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Illustration: Aïda Amer/Axios

As Major League Soccer begins its 25th season, the league is financially stable and surging in popularity, and its 26 teams have gorgeous facilities and rapidly increasing valuations.

  • It also continues to expand, with David Beckham's Inter Miami and Nashville SC set to debut this season as the 25th and 26th teams. Plans are in place to reach 30 franchises by 2022 — triple the number from 2004.
  • With soccer's status in America likely to receive a boost when the U.S. hosts the 2026 World Cup with Mexico and Canada, the league's owners have grandiose visions for the future:

"We definitely have the demographics in our favor, both in terms of youth and diversity. So I think we'll pass baseball and hockey and be the No. 3 sport in the U.S. [in the next 10 years]." Larry Berg, LAFC managing owner

The other side: For all of its growth, MLS still struggles to stay relevant in a crowded American sports landscape and has made virtually no meaningful inroads in big markets like New York and Dallas.

  • Put simply, MLS doesn't matter to enough general sports fans to break through the proverbial brick wall that separates the "big four" (NFL, NBA, MLB, NHL) from everyone else.

"Right now there's a feeling by too many that they're not part of the game in this country, and we have to work harder to change that." Bob Bradley, LAFC manager

What to watch:

  • Expansion teams, stadium dreams: The long-term plan for Inter Miami is to recruit global superstars to play in a world-class stadium, but until that stadium opens in 2022, the team will make do in nearby Fort Lauderdale. ... As for Nashville SC, they'll use Nissan Stadium (home of the Titans) for a few years before moving into their own stadium downtown.
  • Young American talent: Thanks to the recent success of MLS' academy system, there are now well over 100 homegrown players in the league, and dozens more have been sold to European clubs. Here are some of the best young Americans.
  • Latino stars in, European stars out: Top players from Liga MX have begun flowing north in multimillion-dollar transfers, and Mexican superstar Javier "Chicharito" Hernández moved from Sevilla (Spain) to the LA Galaxy. Sadly, Sweden's Zlatan Ibrahimović and England's Wayne Rooney are both gone.
  • Henry in Montreal: Thierry Henry was once one of the best soccer players in the world and enjoyed a successful MLS stint with the New York Red Bulls last decade. Now, the French icon will attempt to succeed as head coach of the Montreal Impact.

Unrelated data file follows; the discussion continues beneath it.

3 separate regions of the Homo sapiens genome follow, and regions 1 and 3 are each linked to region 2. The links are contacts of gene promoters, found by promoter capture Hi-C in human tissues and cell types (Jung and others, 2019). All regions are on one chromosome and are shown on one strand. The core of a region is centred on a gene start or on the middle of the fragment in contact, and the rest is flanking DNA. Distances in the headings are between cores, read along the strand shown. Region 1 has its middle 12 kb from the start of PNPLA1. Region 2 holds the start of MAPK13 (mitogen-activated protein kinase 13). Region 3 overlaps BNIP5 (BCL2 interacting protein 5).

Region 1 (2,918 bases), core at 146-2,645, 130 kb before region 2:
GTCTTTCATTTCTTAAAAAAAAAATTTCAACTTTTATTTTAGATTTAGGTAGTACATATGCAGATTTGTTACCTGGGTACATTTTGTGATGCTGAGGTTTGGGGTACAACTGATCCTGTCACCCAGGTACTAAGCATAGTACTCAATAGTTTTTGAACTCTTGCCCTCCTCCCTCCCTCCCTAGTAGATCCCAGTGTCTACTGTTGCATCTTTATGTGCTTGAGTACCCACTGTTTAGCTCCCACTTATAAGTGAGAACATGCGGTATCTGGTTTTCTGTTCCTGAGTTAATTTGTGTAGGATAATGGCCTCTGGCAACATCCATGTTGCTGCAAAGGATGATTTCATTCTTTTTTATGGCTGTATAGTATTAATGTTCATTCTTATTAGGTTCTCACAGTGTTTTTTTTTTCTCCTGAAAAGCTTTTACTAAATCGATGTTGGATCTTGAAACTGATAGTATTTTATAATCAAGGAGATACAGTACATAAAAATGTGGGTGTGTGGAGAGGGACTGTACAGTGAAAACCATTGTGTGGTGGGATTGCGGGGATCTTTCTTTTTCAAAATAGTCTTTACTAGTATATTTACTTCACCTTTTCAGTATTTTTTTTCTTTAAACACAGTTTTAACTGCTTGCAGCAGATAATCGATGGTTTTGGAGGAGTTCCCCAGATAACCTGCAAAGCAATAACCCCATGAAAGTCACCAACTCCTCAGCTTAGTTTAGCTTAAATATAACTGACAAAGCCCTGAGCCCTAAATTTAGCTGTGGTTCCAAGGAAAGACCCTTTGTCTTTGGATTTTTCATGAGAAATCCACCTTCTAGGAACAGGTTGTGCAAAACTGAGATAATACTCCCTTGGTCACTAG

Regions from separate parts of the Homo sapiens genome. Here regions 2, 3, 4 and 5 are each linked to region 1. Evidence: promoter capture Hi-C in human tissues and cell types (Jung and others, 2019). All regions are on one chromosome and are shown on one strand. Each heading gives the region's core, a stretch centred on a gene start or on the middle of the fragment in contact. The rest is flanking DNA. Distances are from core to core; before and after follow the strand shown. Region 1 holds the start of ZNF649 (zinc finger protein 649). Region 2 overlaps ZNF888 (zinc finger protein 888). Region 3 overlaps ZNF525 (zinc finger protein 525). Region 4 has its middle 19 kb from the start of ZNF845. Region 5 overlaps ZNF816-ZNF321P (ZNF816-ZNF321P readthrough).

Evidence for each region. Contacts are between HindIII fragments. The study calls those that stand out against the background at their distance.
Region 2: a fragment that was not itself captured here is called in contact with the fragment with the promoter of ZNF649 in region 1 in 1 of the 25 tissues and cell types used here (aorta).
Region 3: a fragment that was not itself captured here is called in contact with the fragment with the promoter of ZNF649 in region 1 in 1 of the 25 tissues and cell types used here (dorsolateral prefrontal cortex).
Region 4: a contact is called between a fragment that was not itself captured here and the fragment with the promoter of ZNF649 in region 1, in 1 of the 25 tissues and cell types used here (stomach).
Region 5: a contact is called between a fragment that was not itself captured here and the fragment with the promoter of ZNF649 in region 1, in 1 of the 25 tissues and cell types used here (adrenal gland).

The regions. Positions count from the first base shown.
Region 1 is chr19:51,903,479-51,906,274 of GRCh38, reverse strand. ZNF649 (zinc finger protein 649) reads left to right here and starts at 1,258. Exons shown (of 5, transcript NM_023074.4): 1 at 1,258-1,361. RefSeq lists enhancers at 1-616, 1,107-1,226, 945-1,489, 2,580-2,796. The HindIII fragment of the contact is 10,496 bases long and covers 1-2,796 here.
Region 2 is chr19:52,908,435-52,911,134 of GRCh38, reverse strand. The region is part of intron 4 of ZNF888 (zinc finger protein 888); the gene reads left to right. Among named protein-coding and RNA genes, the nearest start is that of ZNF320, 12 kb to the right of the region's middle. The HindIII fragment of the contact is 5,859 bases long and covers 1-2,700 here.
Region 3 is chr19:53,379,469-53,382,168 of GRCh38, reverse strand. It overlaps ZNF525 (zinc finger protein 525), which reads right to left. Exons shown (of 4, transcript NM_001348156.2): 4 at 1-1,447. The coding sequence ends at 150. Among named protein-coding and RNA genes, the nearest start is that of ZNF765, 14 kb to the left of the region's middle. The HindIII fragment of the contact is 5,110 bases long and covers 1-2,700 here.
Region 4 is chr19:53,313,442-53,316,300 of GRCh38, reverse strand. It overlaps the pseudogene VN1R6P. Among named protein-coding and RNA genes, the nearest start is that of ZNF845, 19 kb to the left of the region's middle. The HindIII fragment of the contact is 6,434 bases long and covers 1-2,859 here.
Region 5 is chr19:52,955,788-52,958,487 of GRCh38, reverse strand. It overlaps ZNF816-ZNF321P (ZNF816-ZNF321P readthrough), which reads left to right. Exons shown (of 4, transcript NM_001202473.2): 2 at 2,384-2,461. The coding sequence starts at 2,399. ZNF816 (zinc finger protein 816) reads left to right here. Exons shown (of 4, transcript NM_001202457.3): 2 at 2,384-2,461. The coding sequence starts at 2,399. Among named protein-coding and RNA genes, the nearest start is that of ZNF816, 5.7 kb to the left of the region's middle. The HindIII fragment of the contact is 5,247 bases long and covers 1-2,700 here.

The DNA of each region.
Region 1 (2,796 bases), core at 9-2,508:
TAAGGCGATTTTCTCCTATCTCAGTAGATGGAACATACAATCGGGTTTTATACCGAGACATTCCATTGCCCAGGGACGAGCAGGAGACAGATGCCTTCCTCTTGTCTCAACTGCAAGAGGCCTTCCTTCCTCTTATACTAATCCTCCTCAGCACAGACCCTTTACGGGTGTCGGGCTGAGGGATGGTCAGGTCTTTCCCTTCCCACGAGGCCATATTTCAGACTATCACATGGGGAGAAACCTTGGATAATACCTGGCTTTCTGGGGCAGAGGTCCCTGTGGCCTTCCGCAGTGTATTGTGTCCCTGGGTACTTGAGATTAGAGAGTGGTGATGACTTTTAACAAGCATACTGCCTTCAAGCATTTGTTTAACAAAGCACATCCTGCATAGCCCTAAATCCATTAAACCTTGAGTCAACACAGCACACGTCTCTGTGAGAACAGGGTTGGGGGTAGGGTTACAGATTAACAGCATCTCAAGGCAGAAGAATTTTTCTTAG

• Power rankings: The defending champion Seattle Sounders, LAFC, Atlanta United, Toronto FC and New York City FC are the five best teams on paper.

Go deeper:

Go deeper

UN poll: Most see climate change as global emergency during pandemic

Swedish climate activist Greta Thunberg (C) fronts a Fridays For Future protest at the Swedish Parliament in Stockholm in September. Photo: Jonathan Nacksrtrand/AFP via Getty Images

64% of people from around the world say climate change is a global emergency, a United Nations poll published Wednesday finds.

Why it matters: It's the biggest global survey on climate change ever conducted, with some 1.2 million participants from 50 countries — including the U.S., where 65% of those surveyed view climate change as an emergency.

Collins helps contractor before pro-Susan PAC gets donation

Sen. Susan Collins during her reelection campaign. Photo: Scott Eisen/Getty Images

A PAC backing Sen. Susan Collins in her high-stakes reelection campaign received $150,000 from an entity linked to the wife of a defense contractor whose firm Collins helped land a federal contract, new public records show.

Why it matters: The executive, Martin Kao of Honolulu, leaned heavily on his political connections to boost his business, federal prosecutors say in an ongoing criminal case against him. The donation linked to Kao was veiled until last week.

How cutting GOP corporate cash could backfire

Illustration: Aïda Amer/Axios

Companies pulling back on political donations, particularly to members of Congress who voted against certifying President Biden's election win, could inadvertently push Republicans to embrace their party's rightward fringe.

Why it matters: Scores of corporate PACs have paused, scaled back or entirely abandoned their political giving programs. While designed to distance those companies from events that coincided with this month's deadly siege on the U.S. Capitol, research suggests the moves could actually empower the far-right.